Bitcoin investors have good reason to worry. Recently, it lost more than 60% of its value over six weeks — the fifth such collapse in recent years — and the Securities and Exchange Commission has launched an investigation of cryptocurrencies and initial coin offerings.
Advocates of Bitcoin
argue governments are tempted to print too much money to finance spending, instead of taxing, and fuel inflation. Governments entrust control of their money supplies to independent central banks. However, devious politicians can still issue bonds, and central banks must print money to absorb those if investors won’t purchase new issues at desired interest rates.
Government backing and a central bank are not necessary to create a currency. What counts is that a private currency is limited in supply and accepted for the exchange of goods and services throughout a definable community.
Shell wampum was time-consuming and difficult to create and widely accepted among Northeastern woodlands Indians. Eventually, it became a medium of exchange among colonists short on British currency.
Bitcoin balances are recorded on a system of encrypted ledgers on private computers. New balances are created by solving complex mathematical problems, and total Bitcoin in circulation will be capped at 21 million.
Individuals keep Bitcoin in digital wallets and at commercial exchanges, and depositors can lose their money if those are hacked or badly managed.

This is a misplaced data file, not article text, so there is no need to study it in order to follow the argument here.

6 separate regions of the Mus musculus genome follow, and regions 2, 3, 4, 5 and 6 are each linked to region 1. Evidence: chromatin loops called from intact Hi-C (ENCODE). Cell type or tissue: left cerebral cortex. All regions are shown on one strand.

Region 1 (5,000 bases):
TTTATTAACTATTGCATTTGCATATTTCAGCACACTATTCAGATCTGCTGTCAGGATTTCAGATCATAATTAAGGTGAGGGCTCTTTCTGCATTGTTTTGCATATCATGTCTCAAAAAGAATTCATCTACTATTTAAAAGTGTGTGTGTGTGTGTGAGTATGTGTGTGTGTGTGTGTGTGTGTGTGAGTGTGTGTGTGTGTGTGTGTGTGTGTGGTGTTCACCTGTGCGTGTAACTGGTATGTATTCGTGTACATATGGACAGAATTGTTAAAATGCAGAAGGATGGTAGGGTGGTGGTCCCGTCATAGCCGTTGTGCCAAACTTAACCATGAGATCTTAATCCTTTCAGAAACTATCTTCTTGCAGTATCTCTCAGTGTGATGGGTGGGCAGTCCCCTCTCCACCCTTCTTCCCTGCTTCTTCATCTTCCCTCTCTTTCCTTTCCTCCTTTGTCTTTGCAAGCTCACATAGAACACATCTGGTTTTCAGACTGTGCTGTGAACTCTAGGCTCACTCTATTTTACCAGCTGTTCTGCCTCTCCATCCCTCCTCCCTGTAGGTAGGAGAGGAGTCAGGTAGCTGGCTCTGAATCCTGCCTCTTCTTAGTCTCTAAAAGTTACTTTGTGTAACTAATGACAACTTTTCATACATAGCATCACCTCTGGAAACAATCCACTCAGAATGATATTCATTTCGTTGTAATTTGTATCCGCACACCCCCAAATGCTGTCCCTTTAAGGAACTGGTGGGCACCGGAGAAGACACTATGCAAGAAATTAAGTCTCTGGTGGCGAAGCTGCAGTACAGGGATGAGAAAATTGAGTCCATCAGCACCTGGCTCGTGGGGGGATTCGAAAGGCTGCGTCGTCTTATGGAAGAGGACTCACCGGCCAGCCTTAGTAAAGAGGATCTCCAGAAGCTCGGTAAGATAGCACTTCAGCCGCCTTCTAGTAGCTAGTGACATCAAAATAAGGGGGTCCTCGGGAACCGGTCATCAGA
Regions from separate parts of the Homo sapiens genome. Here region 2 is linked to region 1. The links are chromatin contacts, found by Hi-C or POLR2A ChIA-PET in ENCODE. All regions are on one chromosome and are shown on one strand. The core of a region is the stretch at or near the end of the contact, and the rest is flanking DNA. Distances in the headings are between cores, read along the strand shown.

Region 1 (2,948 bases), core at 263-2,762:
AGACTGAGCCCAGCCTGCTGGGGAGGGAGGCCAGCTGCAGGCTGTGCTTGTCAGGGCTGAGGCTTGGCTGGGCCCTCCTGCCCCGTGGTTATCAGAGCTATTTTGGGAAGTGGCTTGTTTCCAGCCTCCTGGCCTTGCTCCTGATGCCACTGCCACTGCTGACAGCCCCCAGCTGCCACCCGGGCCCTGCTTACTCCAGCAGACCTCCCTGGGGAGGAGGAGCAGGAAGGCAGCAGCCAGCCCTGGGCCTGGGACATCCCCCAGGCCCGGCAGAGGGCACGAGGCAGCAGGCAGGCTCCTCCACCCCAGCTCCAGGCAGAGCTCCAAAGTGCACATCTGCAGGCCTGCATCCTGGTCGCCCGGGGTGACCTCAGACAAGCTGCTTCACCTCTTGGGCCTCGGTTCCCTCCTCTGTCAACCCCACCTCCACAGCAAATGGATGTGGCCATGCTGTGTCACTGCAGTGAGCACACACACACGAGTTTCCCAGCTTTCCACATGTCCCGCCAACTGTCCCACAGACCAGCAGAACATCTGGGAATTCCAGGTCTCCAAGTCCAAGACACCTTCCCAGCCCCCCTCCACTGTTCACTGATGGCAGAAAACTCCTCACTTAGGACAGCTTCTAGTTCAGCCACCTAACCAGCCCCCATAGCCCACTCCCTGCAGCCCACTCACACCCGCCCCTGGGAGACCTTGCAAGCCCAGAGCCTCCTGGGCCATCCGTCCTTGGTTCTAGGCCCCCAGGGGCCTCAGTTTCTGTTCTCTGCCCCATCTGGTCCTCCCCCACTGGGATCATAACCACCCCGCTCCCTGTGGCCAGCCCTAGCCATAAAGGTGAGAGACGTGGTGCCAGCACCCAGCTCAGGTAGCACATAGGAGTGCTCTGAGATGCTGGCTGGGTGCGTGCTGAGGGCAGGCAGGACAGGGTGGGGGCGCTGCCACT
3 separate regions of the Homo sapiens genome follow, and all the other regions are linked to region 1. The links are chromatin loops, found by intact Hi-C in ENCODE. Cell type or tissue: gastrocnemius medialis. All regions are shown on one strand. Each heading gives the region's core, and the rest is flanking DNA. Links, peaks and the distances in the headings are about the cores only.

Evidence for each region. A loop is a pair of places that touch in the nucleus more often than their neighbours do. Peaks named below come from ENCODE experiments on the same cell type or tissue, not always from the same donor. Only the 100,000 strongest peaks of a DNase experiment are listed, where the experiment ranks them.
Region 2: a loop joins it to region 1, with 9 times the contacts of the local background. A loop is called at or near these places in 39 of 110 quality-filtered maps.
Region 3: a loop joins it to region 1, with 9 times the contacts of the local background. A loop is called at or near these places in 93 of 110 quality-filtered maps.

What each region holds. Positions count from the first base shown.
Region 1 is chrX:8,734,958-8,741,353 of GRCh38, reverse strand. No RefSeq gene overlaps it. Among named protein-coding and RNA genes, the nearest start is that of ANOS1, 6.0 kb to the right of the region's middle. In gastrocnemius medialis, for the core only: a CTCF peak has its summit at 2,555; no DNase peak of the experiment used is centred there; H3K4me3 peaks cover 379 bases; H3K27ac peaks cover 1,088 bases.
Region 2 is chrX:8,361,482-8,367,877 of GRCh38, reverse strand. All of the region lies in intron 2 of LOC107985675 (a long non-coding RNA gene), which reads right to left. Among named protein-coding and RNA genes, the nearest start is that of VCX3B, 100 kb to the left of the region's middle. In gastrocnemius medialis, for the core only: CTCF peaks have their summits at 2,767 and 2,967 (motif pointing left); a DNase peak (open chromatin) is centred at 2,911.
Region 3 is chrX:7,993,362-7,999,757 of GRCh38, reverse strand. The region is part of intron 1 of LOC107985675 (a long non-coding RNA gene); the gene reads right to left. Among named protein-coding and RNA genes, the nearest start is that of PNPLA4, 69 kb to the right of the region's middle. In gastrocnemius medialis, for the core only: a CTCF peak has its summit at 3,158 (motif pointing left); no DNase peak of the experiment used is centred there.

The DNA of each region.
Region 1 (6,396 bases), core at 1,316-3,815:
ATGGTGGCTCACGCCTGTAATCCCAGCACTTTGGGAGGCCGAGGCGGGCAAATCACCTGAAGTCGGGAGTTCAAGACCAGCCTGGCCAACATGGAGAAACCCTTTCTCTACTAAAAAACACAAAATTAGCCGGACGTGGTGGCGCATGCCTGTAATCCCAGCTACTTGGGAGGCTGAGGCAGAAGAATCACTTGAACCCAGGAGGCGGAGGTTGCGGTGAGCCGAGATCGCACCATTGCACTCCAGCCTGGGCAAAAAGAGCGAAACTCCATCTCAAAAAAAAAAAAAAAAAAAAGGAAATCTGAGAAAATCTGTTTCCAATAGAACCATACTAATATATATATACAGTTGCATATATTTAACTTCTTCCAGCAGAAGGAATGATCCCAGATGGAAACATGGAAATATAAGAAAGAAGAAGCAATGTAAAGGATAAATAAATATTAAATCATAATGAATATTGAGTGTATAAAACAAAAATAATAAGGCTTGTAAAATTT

Holding Bitcoin is like putting currency in a locker at a train station—if the lock gets picked, you’re broke.
Bitcoin does not perform the essential functions of money.
Virtually all businesses only accept dollars or another national currency for payment, as do governments to collect taxes. Holders of Bitcoin or any other digital currency must convert those to national currencies to purchase groceries, plane tickets and the like.
Conversions are slow and costly—who would pay a $25 dollar conversion fee to purchase a $4 loaf of bread?
Bitcoin’s value frequently fluctuates by large amounts and is quite slow to convert back to dollars for large purchases—like college tuition. Those make it an unreliable store of value for your savings.
That reduces the purposes of holding Bitcoin to speculation and illicit purposes.
In December, about 18% of buyers purchased Bitcoin using credit cards and many said they would pay off their balances using profits from their investment. Such buying on essentially zero margin puts banks that issue credit cards at significant risk of nonpayment. Consequently, Citibank, J.P. Morgan, Discover and many other big banks no longer permit cardholders to exchange dollars (or any other national currency) for Bitcoin.
In an increasingly cashless economy, those decisions make it even less likely that Bitcoin will ever become a medium of exchange and no more than a derivative—a financial instrument whose price is determined by the value of an underlying asset.
The goods-producing capacity of the U.S. economy ultimately is the asset behind the dollar. The full faith and credit of the U.S. government sounds lofty, but it’s the goods and services Americans can make that count.
Bitcoin has no Bitland—or perhaps it does!
Our friends in the grey economy and less-desirable types who are raising money for North Korea and drug lords like cash. The Fed and Treasury can track money moving among banks quite easily but not cash—that’s why the Treasury no longer issues bills in denominations over $100.
Bitcoin ledgers are kept on private computers theoretically beyond the eyes of government officials; hence Bitcoin has great utility for all things illicit. However, now governments in China and South Korea are cracking down, and the United States is not far behind.
And if hackers can steal from the exchanges, the Treasury can…